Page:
Chicago White Sox center fielder Adam Eaton, center, celebrates with left fielder Alejandro De Aza, left, and right fielder Moises Sierra after the White Sox defeated the New York Yankees 3-2 in a baseball game in Chicago on Thursday, May 22, 2014. (AP Photo/Nam Y. Huh)
CHICAGO (AP) -- Joe Girardi didn't want to hear about the other team's starting pitcher after the New York Yankees got shut down again.
He wanted more from his offense.
Chris Sale retired 18 of 19 batters over six scoreless innings in his return from an arm injury, and the Chicago White Sox beat New York 3-2 on Thursday night.
"We've ran against three pretty good starting pitchers, but I know we're capable of hitting better than this," Girardi said.
The Yankees managed just one single against Sale in this game after getting shut down while splitting the previous two against the Cubs on the North Side. They rallied late to win 4-2 in 13 innings on Wednesday after Jeff Samardzija through seven shutout innings against them and did little against Jason Hammel in a 6-1 loss on Tuesday.
Against Sale, they had an even rougher time.
The left-hander set down the first 17 hitters after missing more than a month because of a flexor strain in his pitching arm, and Chicago hung on after New York's Mark Teixeira singled in two runs against Ronald Belisario in the ninth.
The White Sox couldn't have asked for more of their ace.
An All-Star the past two seasons, Sale (4-0) struck out 10 and didn't even come close to allowing a runner until Zoilo Almonte -- a .167 hitter entering the game -- lined a single to center with two out in the sixth.
Sale then struck out Jacoby Ellsbury and called it a night after throwing 86 pitches.
"I don't think I was ever more excited to give up a hit in my life," he said. "(Manager Robin Ventura) said the same thing, 'You picked a bad night to do something like that.' It was all in fun, we were just joking around."
Sale would have been finished after six, perfect game or not. The White Sox weren't about to stretch their best pitcher after about a five-week layoff, and he insisted he would not have lobbied to stay in even if it was still going.
Zach Putnam retired the side in the seventh, and Daniel Webb worked a perfect eighth before Belisario nearly blew it in the ninth.
He gave up a one-out single to pinch hitter Ichiro Suzuki and walked Derek Jeter. After the runners moved up on a passed ball, Teixeira drove them in with a single up the middle. Belisario then struck out Alfonso Soriano looking at a 3-2 pitch up and in for his second save in three attempts.
"I know the umpire, they have a tough job, it's not easy being an umpire," Soriano said. "That ball is up and in. I never said anything to the umpire, but that pitch is a ball."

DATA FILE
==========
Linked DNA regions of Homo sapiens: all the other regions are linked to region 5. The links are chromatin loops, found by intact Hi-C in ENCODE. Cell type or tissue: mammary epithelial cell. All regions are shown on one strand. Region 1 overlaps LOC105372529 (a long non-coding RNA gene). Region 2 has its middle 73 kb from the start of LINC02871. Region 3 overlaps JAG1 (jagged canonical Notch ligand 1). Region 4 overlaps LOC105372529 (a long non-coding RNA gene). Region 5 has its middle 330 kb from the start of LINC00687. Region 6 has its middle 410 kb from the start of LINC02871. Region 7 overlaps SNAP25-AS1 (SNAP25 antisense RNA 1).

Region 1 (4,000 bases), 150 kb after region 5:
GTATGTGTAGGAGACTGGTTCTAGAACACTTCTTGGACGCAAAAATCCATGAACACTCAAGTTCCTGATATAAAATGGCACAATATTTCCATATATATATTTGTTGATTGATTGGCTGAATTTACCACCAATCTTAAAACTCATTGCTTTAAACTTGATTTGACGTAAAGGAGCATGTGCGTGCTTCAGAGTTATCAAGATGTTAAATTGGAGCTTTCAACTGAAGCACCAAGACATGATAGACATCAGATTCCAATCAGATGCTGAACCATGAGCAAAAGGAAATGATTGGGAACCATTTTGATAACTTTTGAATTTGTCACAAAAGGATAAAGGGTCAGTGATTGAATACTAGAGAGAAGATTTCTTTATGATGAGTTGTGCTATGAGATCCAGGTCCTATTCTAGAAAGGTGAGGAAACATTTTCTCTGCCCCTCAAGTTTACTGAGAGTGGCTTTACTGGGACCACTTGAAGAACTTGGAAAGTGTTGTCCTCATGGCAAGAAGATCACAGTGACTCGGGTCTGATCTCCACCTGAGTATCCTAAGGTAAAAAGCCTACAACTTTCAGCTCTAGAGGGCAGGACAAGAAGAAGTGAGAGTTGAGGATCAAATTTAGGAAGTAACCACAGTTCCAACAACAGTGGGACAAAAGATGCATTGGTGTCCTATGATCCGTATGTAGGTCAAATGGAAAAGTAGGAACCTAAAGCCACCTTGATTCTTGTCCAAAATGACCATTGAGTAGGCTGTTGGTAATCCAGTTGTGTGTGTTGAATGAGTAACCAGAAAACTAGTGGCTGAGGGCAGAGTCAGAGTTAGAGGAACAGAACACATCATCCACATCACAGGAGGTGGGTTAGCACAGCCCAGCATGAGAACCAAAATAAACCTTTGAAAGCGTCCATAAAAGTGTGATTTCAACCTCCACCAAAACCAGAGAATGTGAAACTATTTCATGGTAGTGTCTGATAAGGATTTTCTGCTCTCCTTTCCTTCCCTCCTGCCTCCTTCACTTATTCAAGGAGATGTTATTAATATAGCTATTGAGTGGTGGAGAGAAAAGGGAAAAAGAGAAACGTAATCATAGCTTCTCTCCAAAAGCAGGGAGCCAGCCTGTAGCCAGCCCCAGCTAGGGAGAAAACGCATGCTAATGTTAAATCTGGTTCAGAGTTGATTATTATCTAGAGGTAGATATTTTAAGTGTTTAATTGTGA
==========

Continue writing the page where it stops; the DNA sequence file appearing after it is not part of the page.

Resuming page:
He said he saw a replay and added: "It's a bad call, but nothing you can do."
David Phelps (1-1) was a tough-luck loser for New York, allowing two runs over seven innings. He struck out eight and walked one. But one rough inning was the difference.
The White Sox scored two with two out in the second on an RBI double by Alejandro De Aza and run-scoring single by Adam Eaton to go up 2-0. Chicago added to the lead in the eighth, when Gordon Beckham led off with a double high off the right-field wall against Alfredo Aceves and scored on Adam Dunn's two-out single, and that was enough for the win.
Sale had the Yankees lunging and looking at pitches on the corner and at the knees, doing everything but make solid contact. He struck out the side in the first and third innings along with the first two batters in the fourth -- not bad for a guy who hadn't pitched since April 17.
In that game, Sale tossed one-hit ball over seven innings against Boston. He felt sore the next day after throwing 127 pitches and wound up going on the disabled list on April 22.
"He gave them what he could, he gave them six innings and we weren't able to score until the ninth," Girardi said. "At that point, it just wasn't quite enough."
NOTES: Girardi said RHP Michael Pineda, recovering from a back injury, will throw to hitters on Saturday. "He's progressing like we want," Girardi said. "Everything's going according to plan." Pineda was suspended 10 days for having pine tar on his neck in a game at Boston and then injured a muscle in his upper back pitching a simulated game April 29, during his ban. ... Girardi also said he thinks reliever Shawn Kelley will "try to do something next week." The right-hander had a setback in his recovery from a back injury when he woke up feeling stiff Tuesday after playing catch at Yankee Stadium the previous day.